Boise State’s Storyboard Initiative helps students acknowledge the value of every experience beyond the classroom through projects that focus on reflection and storytelling. This can be a difficult task for students given the amount of time they put into their classes and the intensity of a college life.
Last fall, the General Education Committee approved a new approach to Finishing Foundations (FF) at Boise State that now requires integrating reflection into capstone courses. Students were asked to look back at their Boise State experiences, name their goals and articulate the next steps for what they will do after graduation.
The Storyboard app will be an important tool in helping students to collect and reflect throughout their Boise State experience, making the most of their final reflection assignment.
The Storyboard application allows students to gather completed work throughout their time at Boise State. This includes a diverse number of projects from videos of presentations they have made and links to papers they have written. It will offer writing prompts, such as how they will be contributing, what major did they choose and more.
The original goal was to have the first version available by fall 2020. Unfortunately, the Operator Interface Terminal (OIT) app development team, led by software engineer Phil Merrell, was called upon to support the campus COVID-19 response, and that meant they needed to put the Storyboard project on hold. Even with the pause and additional workload, the OIT team was able to finish a functional beta version of Storyboard this fall.
One of the student members working on the project Chloe Pampush, a recent Boise State graphic design graduate went on to talk about her experience working on the Storyboard App.
“As we finished designing user flows for the app, we prototyped the designs so we could find inconsistencies in the design or holes in the user experience, which was very helpful,” Pampush said.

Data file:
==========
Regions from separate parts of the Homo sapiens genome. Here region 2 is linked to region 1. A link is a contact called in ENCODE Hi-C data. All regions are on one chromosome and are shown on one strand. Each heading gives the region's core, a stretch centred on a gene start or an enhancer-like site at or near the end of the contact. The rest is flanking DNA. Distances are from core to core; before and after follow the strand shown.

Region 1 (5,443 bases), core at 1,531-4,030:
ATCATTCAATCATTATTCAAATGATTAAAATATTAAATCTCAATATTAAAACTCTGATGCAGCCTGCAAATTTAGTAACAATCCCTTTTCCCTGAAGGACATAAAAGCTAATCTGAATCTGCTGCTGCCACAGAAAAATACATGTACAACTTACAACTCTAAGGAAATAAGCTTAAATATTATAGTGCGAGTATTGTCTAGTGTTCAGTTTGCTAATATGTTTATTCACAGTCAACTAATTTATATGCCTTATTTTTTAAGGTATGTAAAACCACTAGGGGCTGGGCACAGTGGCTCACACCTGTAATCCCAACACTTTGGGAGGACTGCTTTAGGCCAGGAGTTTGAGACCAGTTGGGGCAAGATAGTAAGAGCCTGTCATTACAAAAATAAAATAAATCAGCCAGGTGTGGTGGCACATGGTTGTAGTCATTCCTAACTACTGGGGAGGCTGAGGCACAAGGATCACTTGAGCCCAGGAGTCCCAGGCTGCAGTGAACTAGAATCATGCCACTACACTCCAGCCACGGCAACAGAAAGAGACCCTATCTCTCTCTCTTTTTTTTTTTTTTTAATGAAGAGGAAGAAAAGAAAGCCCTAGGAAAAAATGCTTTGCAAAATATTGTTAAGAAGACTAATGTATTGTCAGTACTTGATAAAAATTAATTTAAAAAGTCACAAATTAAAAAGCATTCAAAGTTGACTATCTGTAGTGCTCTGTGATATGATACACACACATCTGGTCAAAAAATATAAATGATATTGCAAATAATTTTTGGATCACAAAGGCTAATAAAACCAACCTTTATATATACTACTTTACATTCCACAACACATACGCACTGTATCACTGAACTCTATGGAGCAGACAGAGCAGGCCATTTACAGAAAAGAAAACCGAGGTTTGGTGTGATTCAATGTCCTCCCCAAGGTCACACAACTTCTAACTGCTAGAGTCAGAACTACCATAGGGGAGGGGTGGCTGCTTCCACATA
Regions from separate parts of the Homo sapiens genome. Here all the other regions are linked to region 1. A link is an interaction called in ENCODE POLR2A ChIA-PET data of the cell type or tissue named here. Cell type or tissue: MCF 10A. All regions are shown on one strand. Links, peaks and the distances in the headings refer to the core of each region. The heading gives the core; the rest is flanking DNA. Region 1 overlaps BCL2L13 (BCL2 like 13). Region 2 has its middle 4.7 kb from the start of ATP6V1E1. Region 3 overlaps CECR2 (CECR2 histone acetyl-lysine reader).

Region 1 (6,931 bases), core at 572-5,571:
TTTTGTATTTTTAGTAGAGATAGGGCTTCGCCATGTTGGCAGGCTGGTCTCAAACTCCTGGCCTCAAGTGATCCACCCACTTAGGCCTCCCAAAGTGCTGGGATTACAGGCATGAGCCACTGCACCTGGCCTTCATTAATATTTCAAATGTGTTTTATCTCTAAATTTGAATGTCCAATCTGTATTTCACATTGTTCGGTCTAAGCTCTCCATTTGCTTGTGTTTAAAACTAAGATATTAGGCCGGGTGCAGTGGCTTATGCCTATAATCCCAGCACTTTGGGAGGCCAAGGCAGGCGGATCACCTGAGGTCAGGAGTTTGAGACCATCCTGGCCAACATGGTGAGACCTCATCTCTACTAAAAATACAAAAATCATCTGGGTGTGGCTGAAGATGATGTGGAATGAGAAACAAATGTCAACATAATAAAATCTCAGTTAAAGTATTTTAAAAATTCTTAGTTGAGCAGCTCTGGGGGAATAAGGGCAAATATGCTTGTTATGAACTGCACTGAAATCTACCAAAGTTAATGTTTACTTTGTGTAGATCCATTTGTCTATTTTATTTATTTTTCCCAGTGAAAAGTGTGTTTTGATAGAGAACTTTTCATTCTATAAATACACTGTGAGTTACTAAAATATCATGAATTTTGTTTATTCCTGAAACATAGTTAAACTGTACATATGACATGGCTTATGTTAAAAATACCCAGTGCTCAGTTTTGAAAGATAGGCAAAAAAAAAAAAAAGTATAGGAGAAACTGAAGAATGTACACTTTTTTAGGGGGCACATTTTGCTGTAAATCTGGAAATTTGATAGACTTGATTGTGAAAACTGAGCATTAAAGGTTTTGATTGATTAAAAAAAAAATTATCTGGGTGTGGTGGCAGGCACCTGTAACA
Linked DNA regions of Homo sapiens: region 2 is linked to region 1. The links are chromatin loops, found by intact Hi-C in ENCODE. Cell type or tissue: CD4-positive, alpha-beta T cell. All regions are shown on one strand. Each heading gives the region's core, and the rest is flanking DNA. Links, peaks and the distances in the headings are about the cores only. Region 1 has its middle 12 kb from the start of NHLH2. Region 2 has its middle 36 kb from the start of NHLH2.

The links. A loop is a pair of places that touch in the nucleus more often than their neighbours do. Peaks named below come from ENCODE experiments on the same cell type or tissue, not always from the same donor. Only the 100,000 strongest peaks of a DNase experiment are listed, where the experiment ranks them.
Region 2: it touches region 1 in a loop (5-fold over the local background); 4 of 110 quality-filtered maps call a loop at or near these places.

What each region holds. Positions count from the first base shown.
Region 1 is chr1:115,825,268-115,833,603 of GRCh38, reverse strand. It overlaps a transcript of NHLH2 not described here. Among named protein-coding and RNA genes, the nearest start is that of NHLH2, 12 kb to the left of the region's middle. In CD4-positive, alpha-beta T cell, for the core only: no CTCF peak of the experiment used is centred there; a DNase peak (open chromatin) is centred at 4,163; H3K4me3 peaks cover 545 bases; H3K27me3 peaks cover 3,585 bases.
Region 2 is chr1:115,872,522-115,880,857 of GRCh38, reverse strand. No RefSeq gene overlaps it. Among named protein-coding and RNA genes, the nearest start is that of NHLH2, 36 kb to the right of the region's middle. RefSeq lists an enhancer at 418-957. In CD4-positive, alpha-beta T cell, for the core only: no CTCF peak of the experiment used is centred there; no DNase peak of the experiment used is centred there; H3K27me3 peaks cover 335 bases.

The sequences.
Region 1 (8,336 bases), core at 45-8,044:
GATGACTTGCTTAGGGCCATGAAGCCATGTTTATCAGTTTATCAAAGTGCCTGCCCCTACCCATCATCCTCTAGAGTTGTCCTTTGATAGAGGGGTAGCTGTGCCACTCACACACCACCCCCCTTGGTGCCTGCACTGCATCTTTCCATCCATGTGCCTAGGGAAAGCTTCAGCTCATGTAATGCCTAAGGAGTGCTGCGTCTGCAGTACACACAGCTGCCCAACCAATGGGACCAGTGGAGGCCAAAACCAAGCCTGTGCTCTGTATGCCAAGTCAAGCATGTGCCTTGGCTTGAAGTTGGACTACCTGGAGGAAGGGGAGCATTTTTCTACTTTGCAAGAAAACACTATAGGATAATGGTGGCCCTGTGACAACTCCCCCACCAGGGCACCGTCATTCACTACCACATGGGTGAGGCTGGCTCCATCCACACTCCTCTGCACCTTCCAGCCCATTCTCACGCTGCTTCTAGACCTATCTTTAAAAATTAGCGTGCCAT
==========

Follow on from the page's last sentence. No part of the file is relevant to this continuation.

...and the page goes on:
Pampush believes they will be releasing an early test version without full functionality. This will allow the future designers and developers to learn from users about what is working or not working, and fix any issues before releasing another version that takes into account user feedback and adds additional functionality.
The team is currently in their first phase of testing. They are working with a small group of Boise State students to provide user-based feedback on the app. The Storyboard team has invited students from the Bronco Gap Year program to test the app as part of their experience.
According to Visual Communications Manager Lanh Russell, with how the development team is set up; they are going to create a minimum viable product (MVP) first, then start building in more features.
“MVPs are great for testing purposes because while they have the design, it is great for users to check out the application early and provide feedback before further development or design changes,” Russell said.
Boise State’s English Department Associate Professor Kelly Meyers spoke about what currently can be said in the making of the app as an integral part of the curriculum for the Finishing Foundations courses.
“We are, however, aware that students and faculty are already juggling a lot during this pandemic, and that makes us hesitant to add one more thing. So, we are going to work with students and faculty on an opt-in basis this spring to begin integrating the app into FF courses,” Meyers said. “Overall, we have two main goals for how students will use the app, in order to get there, Boise State students will guide us.”
Meyers explained the Storyboard team’s goals are to create a way for each student to pause and decide if the assignment is something they should save.Every time a student receives a reflection notification from the app, the team wants them to make it a priority to create the time and space to respond.
After this first phase of testing, the Storyboard team is planning on opening the testing to a wider range of students, faculty and staff spring 2021. Their mission is to have a full public launch of the app in the fall of 2021, with an invite-only release in the spring.
Pampush believes that when the app is ready to launch, it will be available for download on both the Apple and Google app stores and will be promoted in classes by professors.
“The app will require some time for the entire faculty and student population at Boise State to adopt it, so with this method it will be easier to onboard students to the process and test for issues before expanding it to the entire student body,” Pampush said.